And thou shalt make a vail
The use of this, as follows, was to divide the holy place from the most holy place in the tabernacle; it has its name from hardness, it being very stiff and strong, for it was made of thread six times doubled, and was four fingers thick, as the Jewish writers say: this vail may represent the sin of man, which separates between God and man, was removed by the death of Christ when the vail was rent, and so the way to heaven opened; or the obscurity of the legal dispensation, the Gospel being veiled under the shadows of the law, and the way into the holiest of all then not so manifest, and particularly the ceremonial law, which separated between Jew and Gentile, and is now abolished by the death of Christ; or rather it was typical of the human nature of Christ, his flesh, called in allusion to it the vail of his flesh, ( Hebrews 10:20 ) . This vail was made of
blue, and purple, and scarlet, of fine twined linen of cunning work;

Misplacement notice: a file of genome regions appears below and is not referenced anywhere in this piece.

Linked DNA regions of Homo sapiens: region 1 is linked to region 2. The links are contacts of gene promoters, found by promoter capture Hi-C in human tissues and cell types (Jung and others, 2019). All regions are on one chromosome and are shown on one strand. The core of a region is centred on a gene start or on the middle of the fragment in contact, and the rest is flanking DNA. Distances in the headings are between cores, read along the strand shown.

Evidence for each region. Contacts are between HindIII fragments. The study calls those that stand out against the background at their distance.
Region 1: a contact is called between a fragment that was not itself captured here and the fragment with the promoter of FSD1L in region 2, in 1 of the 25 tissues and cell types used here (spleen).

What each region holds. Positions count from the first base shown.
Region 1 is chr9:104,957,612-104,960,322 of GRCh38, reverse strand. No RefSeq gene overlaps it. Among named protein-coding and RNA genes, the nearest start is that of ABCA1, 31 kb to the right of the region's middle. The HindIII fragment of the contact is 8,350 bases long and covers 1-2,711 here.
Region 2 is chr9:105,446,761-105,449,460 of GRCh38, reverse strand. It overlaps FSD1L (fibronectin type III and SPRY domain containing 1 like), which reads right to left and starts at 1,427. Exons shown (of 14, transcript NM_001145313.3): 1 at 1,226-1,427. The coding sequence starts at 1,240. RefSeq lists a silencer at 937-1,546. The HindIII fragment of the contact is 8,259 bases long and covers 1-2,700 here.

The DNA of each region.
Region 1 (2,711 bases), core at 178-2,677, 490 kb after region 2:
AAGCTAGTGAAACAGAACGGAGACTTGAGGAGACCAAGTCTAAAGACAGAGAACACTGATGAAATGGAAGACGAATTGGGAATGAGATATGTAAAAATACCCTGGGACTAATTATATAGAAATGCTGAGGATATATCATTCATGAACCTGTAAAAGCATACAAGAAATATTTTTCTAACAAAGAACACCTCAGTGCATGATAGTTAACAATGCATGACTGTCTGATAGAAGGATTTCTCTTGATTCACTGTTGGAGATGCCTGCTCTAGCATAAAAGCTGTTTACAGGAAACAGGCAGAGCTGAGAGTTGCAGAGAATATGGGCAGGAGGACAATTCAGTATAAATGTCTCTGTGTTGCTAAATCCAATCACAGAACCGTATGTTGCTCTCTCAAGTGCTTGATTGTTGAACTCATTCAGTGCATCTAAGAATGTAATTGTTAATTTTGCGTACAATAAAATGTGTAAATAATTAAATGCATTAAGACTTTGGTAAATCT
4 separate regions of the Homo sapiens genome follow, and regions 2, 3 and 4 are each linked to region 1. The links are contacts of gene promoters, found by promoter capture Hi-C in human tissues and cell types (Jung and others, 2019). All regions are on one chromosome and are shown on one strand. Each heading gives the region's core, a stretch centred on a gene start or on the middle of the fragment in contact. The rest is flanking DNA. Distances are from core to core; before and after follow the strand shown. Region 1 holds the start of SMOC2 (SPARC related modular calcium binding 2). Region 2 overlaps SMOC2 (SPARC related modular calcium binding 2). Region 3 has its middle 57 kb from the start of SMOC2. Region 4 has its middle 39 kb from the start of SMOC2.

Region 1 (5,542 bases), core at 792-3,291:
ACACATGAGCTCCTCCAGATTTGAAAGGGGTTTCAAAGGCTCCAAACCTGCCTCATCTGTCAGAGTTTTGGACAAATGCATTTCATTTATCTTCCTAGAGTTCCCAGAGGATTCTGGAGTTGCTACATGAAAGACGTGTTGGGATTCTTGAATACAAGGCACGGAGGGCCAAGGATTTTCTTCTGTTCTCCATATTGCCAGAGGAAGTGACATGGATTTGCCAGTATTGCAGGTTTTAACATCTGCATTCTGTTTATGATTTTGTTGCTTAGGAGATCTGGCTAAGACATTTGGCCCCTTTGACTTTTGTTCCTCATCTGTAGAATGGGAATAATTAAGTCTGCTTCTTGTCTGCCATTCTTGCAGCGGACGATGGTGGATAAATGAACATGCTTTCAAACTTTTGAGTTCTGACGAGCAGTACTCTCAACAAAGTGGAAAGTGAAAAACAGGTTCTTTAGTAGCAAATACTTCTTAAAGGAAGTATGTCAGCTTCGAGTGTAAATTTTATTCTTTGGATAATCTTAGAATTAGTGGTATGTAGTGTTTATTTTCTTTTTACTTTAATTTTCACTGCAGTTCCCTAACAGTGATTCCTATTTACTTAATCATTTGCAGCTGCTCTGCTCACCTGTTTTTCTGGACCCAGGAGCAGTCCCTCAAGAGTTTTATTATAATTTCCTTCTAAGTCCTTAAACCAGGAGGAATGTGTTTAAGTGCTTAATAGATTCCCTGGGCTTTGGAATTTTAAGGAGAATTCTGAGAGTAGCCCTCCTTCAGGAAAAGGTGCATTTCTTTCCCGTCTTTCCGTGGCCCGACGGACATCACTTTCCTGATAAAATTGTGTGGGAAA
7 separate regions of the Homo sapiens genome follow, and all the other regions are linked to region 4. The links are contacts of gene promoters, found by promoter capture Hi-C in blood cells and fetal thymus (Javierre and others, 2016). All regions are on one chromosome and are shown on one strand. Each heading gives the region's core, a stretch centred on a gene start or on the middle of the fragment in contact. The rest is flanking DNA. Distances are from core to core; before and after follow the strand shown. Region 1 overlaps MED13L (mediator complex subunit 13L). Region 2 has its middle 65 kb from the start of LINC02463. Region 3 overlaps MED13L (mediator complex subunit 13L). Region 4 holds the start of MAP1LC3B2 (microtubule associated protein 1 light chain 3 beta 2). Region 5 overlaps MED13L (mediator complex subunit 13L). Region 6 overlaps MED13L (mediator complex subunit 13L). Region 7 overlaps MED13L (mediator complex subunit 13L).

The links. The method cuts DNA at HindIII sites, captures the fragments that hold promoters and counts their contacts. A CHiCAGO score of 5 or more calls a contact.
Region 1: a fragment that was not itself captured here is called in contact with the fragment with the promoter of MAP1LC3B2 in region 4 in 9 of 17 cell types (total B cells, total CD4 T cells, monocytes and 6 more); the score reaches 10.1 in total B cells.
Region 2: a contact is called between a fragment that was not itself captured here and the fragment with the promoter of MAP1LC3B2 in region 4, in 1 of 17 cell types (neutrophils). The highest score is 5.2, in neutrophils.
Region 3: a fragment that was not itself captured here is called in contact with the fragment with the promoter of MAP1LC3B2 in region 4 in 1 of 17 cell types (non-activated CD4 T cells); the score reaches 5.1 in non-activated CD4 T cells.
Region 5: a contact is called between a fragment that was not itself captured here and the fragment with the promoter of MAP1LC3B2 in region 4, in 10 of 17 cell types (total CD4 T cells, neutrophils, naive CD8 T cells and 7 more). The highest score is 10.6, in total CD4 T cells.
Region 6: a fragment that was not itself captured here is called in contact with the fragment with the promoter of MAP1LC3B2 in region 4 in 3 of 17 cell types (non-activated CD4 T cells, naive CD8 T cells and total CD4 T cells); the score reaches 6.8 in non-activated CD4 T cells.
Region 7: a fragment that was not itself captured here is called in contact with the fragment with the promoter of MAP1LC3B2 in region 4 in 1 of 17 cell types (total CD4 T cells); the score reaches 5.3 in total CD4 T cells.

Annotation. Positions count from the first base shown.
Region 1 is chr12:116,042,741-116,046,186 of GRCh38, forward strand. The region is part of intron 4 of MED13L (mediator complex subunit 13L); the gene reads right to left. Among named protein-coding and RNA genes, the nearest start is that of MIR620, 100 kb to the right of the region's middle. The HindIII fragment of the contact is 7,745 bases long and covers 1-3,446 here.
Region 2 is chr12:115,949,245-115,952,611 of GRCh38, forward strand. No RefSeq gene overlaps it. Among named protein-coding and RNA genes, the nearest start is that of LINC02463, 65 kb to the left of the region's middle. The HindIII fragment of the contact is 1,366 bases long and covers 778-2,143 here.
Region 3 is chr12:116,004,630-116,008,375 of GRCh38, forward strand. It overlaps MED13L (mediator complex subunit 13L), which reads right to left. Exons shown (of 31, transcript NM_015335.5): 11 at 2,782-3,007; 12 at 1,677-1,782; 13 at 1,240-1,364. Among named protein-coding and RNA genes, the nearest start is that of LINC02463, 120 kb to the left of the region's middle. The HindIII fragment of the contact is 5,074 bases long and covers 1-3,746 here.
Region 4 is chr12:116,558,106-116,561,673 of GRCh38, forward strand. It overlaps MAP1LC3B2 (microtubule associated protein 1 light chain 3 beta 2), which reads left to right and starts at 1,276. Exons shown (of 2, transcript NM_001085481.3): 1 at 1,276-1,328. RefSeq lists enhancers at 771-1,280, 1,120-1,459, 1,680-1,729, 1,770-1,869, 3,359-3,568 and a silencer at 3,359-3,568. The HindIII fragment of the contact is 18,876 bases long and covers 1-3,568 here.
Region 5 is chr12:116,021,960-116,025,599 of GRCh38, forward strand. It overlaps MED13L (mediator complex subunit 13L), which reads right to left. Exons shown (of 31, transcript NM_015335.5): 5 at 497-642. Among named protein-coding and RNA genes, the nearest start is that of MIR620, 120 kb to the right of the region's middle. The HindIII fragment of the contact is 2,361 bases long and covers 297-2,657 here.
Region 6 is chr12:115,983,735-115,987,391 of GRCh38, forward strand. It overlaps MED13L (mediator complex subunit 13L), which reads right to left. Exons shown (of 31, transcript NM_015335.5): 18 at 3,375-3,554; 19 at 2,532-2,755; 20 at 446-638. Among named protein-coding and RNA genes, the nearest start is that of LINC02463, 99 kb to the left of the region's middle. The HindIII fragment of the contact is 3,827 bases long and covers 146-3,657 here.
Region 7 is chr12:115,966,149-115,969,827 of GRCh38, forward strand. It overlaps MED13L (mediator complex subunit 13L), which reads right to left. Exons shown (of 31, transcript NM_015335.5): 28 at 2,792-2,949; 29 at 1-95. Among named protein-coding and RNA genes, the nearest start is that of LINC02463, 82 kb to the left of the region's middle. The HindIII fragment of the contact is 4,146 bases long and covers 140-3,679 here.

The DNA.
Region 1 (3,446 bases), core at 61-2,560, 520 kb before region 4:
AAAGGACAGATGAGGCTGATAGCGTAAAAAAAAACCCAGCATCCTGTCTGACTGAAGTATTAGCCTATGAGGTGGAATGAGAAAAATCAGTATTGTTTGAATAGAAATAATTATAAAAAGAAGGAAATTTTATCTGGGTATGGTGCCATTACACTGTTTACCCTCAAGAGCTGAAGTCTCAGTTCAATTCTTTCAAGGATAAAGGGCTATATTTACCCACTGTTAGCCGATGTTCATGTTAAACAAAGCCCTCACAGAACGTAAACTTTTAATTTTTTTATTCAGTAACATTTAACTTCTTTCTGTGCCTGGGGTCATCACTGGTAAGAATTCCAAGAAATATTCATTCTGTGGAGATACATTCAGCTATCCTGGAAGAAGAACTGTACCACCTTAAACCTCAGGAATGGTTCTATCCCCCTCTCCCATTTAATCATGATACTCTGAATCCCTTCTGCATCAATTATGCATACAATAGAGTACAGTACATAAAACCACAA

it seems to have been made of the same materials, and in the same curious manner of workmanship with the curtains of the tabernacle, ( Exodus 26:1 ) , and was itself no other than a curtain, and so it is interpreted by some Jewish writers F24. It being made of "fine linen" denotes the purity of Christ, of his nature, life, and righteousness; of "twined linen", his strength, courage and steadiness; "of blue, purple, and scarlet", the several graces of the Spirit, with which his human nature was adorned, his flaming zeal for his Father's glory and the good of his people, his bloody wounds, sufferings, and death, the preciousness of his blood, the dignity of his person, and his glorious exaltation, purple and scarlet being the colours wore by kings:
F24 Vid. R. Sol. Urbin. Ohel Moed, fol. 37. 2.